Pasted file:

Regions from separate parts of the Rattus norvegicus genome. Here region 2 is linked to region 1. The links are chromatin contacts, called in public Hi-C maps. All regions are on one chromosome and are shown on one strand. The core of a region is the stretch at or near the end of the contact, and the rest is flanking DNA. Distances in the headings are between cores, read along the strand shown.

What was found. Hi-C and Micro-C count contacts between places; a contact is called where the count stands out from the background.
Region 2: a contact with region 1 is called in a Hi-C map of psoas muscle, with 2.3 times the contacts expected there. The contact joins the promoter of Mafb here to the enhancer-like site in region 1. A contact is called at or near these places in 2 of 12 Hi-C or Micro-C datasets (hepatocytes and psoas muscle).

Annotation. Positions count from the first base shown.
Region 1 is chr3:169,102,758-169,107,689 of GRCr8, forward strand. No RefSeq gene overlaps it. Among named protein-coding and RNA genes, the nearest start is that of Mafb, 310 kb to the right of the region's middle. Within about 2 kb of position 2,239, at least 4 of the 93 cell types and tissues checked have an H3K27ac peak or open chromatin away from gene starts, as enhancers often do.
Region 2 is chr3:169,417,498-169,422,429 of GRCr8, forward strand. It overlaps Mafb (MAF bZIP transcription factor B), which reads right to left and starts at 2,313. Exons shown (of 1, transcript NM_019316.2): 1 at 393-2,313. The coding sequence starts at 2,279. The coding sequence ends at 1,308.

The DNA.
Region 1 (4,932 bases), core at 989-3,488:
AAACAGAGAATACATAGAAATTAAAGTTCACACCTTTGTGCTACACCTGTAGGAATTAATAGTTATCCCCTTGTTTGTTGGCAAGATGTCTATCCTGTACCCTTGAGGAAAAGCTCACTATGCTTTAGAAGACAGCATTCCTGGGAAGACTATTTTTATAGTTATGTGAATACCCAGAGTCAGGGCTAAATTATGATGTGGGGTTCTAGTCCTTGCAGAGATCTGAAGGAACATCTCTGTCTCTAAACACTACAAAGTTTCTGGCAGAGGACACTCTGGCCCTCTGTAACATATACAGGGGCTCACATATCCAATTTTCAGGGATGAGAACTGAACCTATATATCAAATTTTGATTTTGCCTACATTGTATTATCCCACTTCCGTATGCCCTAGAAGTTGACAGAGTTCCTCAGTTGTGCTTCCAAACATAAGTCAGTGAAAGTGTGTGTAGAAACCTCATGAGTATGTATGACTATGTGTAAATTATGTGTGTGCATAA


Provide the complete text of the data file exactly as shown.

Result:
Regions from separate parts of the Rattus norvegicus genome. Here region 2 is linked to region 1. The links are chromatin contacts, called in public Hi-C maps. All regions are on one chromosome and are shown on one strand. The core of a region is the stretch at or near the end of the contact, and the rest is flanking DNA. Distances in the headings are between cores, read along the strand shown.

What was found. Hi-C and Micro-C count contacts between places; a contact is called where the count stands out from the background.
Region 2: a contact with region 1 is called in a Hi-C map of psoas muscle, with 2.3 times the contacts expected there. The contact joins the promoter of Mafb here to the enhancer-like site in region 1. A contact is called at or near these places in 2 of 12 Hi-C or Micro-C datasets (hepatocytes and psoas muscle).

Annotation. Positions count from the first base shown.
Region 1 is chr3:169,102,758-169,107,689 of GRCr8, forward strand. No RefSeq gene overlaps it. Among named protein-coding and RNA genes, the nearest start is that of Mafb, 310 kb to the right of the region's middle. Within about 2 kb of position 2,239, at least 4 of the 93 cell types and tissues checked have an H3K27ac peak or open chromatin away from gene starts, as enhancers often do.
Region 2 is chr3:169,417,498-169,422,429 of GRCr8, forward strand. It overlaps Mafb (MAF bZIP transcription factor B), which reads right to left and starts at 2,313. Exons shown (of 1, transcript NM_019316.2): 1 at 393-2,313. The coding sequence starts at 2,279. The coding sequence ends at 1,308.

The DNA.
Region 1 (4,932 bases), core at 989-3,488:
AAACAGAGAATACATAGAAATTAAAGTTCACACCTTTGTGCTACACCTGTAGGAATTAATAGTTATCCCCTTGTTTGTTGGCAAGATGTCTATCCTGTACCCTTGAGGAAAAGCTCACTATGCTTTAGAAGACAGCATTCCTGGGAAGACTATTTTTATAGTTATGTGAATACCCAGAGTCAGGGCTAAATTATGATGTGGGGTTCTAGTCCTTGCAGAGATCTGAAGGAACATCTCTGTCTCTAAACACTACAAAGTTTCTGGCAGAGGACACTCTGGCCCTCTGTAACATATACAGGGGCTCACATATCCAATTTTCAGGGATGAGAACTGAACCTATATATCAAATTTTGATTTTGCCTACATTGTATTATCCCACTTCCGTATGCCCTAGAAGTTGACAGAGTTCCTCAGTTGTGCTTCCAAACATAAGTCAGTGAAAGTGTGTGTAGAAACCTCATGAGTATGTATGACTATGTGTAAATTATGTGTGTGCATAA